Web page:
Short Reviews – Stalemate in Space, by Charles L. Harness

[originally posted here at Castalia House]

Stalemate in Space by Charles L. Harness appeared in the Summer 1949 issue of Planet Stories. It can be read here at Archive.org.Planet Stories Logo

So far, I’ve read plenty of stories with great dames who are gorgeous, brave, competent and excellent foils for their male counterparts. But Stalemate in Space is the first Raygun Romance I’ve read so far that features a lone female protagonist, tells the story and goes through the character arc of the female lead from her perspective while adhering to the romantic tropes of the Sci-Fi dame.

This isn’t a story where the genders are simply flipped, with a ‘man-with-boobs’ character out-performing her foes in terms of physicality – Evelyn Kane is the very capable and very feminine heroine who relies on her traditionally feminine strengths to achieve her goals. Evelyn is like a reverse Matthew Carse – she wins over the heart of the evil space warlord by being a tough, smart, sexy no-nonsense dame, embodying the pulp feminine ideals, just as a male pulp protagonist would win over the evil space princess with his virtu.

The Terrans are at war with a humanoid race called the Scythians. Both sides have built what are basically Death Stars, but the Scythian death star, The Invader, was finished before the Terran Death Star The Defender. During the initial battle, the two death stars crashed into each other, resulting in massive and prolonged ship to ship combat. The Scythians spent nine years conquering the human’s death star. Evelyn Kane, daughter of Lord Gordon Kane, commander of The Defender, has vowed to die fighting the Scythians rather than abandon the ship on the last escape pod.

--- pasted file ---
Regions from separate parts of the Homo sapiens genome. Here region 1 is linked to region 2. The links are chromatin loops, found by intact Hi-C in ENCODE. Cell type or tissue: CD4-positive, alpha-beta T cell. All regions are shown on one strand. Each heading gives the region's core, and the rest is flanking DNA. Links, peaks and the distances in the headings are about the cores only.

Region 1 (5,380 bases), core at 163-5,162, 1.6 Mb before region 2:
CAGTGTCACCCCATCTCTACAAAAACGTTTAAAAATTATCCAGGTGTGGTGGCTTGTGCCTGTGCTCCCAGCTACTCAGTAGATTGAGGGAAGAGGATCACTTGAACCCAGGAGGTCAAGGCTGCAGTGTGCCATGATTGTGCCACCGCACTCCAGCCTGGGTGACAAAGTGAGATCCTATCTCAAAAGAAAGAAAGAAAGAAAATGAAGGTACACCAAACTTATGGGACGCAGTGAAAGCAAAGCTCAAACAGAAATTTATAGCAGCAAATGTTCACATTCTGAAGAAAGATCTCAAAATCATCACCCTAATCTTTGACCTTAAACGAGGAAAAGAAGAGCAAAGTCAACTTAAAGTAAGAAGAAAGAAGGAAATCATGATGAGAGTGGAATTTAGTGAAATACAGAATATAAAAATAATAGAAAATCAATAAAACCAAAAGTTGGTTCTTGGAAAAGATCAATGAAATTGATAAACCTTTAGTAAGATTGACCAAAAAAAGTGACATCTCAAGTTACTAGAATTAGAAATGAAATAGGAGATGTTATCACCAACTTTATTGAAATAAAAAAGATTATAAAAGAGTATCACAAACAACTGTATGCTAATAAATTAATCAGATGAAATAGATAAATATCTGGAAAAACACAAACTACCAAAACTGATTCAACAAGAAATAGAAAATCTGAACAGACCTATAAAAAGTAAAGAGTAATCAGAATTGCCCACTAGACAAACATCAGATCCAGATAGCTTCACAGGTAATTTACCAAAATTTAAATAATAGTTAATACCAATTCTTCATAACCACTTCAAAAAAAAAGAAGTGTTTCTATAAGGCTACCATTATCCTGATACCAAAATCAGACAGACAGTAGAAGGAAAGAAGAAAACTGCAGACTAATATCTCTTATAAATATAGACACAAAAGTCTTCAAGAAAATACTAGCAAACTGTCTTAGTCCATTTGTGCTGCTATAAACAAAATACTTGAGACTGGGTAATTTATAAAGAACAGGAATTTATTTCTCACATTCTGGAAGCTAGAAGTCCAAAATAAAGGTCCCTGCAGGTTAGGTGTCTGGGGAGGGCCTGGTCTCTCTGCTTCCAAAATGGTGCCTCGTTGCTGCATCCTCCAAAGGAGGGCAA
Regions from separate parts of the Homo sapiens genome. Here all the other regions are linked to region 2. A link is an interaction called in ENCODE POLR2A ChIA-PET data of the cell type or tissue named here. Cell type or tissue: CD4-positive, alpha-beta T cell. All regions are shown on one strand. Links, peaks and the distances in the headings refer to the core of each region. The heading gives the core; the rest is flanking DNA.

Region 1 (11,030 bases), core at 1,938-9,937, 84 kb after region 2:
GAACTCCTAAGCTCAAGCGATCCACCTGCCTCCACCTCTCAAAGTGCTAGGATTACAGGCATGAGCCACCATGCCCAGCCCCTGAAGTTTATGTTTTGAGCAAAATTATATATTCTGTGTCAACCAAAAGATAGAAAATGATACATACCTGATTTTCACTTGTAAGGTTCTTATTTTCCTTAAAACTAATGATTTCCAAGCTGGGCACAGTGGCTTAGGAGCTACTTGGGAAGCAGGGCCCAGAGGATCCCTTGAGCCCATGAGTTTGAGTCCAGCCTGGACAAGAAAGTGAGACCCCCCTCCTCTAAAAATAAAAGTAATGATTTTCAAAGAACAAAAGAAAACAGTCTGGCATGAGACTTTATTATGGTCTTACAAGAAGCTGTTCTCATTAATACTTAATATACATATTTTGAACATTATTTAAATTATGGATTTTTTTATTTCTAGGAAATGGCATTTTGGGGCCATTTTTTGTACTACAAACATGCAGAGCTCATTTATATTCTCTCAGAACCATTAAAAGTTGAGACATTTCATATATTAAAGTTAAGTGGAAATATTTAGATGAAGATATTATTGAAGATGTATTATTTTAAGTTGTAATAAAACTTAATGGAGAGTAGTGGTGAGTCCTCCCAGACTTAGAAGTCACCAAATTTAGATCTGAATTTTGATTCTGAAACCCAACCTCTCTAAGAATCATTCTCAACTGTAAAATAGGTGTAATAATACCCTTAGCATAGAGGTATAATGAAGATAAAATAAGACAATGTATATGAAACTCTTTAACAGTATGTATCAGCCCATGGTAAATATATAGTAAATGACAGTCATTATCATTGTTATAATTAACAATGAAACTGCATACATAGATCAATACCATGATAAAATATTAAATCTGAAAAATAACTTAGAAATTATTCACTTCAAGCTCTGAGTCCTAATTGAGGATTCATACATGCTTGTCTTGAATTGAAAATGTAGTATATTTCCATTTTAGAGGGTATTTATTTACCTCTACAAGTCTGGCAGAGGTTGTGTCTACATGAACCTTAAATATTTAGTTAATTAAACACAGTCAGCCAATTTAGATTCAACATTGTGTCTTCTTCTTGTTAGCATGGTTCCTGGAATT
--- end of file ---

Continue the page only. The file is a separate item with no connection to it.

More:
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Short Reviews – Garden of Evil, by Margaret St. Clair

[originally posted here at Castalia House]

Garden of Evil by Margaret St. Clair appeared in the Summer 1949 issue of Planet Stories. It can be read here at Archive.org.garden-of-evil

Garden of Evil is a short, sweet, absolutely delicious swipe at anthropologists.

When I had finally read some of Vance’s Gaean Reach, I had an “aha” moment—“So, THIS is what LeGuin was trying to do with her Hainish books!” I see now that she may have stolen a bit from Margaret St. Clair, as well. Given how awful the last Hainish book I read was, I probably won’t be reading any more LeGuin soon, but St. Clair is on my list.

Ericson is an ethnographer on the planet Fyhon, a lush world that is roughly equivalent to Cenozoic Earth, who’s recovering from violent drug addiction with the help of a green-eyed, green-skinned native girl named Mnathl. Ericson had gotten hooked on byhror, something similar to the coca plant, which he used to give him the strength and endurance he needed to return from a failed solo expedition into the wilds of the southern continent.